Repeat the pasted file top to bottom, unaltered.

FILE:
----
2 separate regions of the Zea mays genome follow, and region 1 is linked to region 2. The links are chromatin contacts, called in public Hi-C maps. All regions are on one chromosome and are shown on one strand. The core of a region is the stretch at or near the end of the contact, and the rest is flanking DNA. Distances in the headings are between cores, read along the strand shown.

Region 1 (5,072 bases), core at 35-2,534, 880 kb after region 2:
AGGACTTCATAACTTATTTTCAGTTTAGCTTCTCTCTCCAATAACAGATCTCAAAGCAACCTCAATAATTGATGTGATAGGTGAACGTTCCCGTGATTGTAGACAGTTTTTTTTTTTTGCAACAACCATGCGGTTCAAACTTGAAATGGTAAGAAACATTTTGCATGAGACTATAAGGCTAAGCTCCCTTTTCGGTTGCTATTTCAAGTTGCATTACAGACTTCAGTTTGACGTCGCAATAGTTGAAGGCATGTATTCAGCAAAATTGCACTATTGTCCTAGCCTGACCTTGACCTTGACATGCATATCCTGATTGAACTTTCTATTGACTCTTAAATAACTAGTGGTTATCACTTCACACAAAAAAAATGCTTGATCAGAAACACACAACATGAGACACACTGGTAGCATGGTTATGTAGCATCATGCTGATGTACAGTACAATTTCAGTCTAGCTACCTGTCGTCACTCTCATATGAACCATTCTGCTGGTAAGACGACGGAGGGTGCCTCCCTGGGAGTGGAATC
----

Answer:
2 separate regions of the Zea mays genome follow, and region 1 is linked to region 2. The links are chromatin contacts, called in public Hi-C maps. All regions are on one chromosome and are shown on one strand. The core of a region is the stretch at or near the end of the contact, and the rest is flanking DNA. Distances in the headings are between cores, read along the strand shown.

Region 1 (5,072 bases), core at 35-2,534, 880 kb after region 2:
AGGACTTCATAACTTATTTTCAGTTTAGCTTCTCTCTCCAATAACAGATCTCAAAGCAACCTCAATAATTGATGTGATAGGTGAACGTTCCCGTGATTGTAGACAGTTTTTTTTTTTTGCAACAACCATGCGGTTCAAACTTGAAATGGTAAGAAACATTTTGCATGAGACTATAAGGCTAAGCTCCCTTTTCGGTTGCTATTTCAAGTTGCATTACAGACTTCAGTTTGACGTCGCAATAGTTGAAGGCATGTATTCAGCAAAATTGCACTATTGTCCTAGCCTGACCTTGACCTTGACATGCATATCCTGATTGAACTTTCTATTGACTCTTAAATAACTAGTGGTTATCACTTCACACAAAAAAAATGCTTGATCAGAAACACACAACATGAGACACACTGGTAGCATGGTTATGTAGCATCATGCTGATGTACAGTACAATTTCAGTCTAGCTACCTGTCGTCACTCTCATATGAACCATTCTGCTGGTAAGACGACGGAGGGTGCCTCCCTGGGAGTGGAATC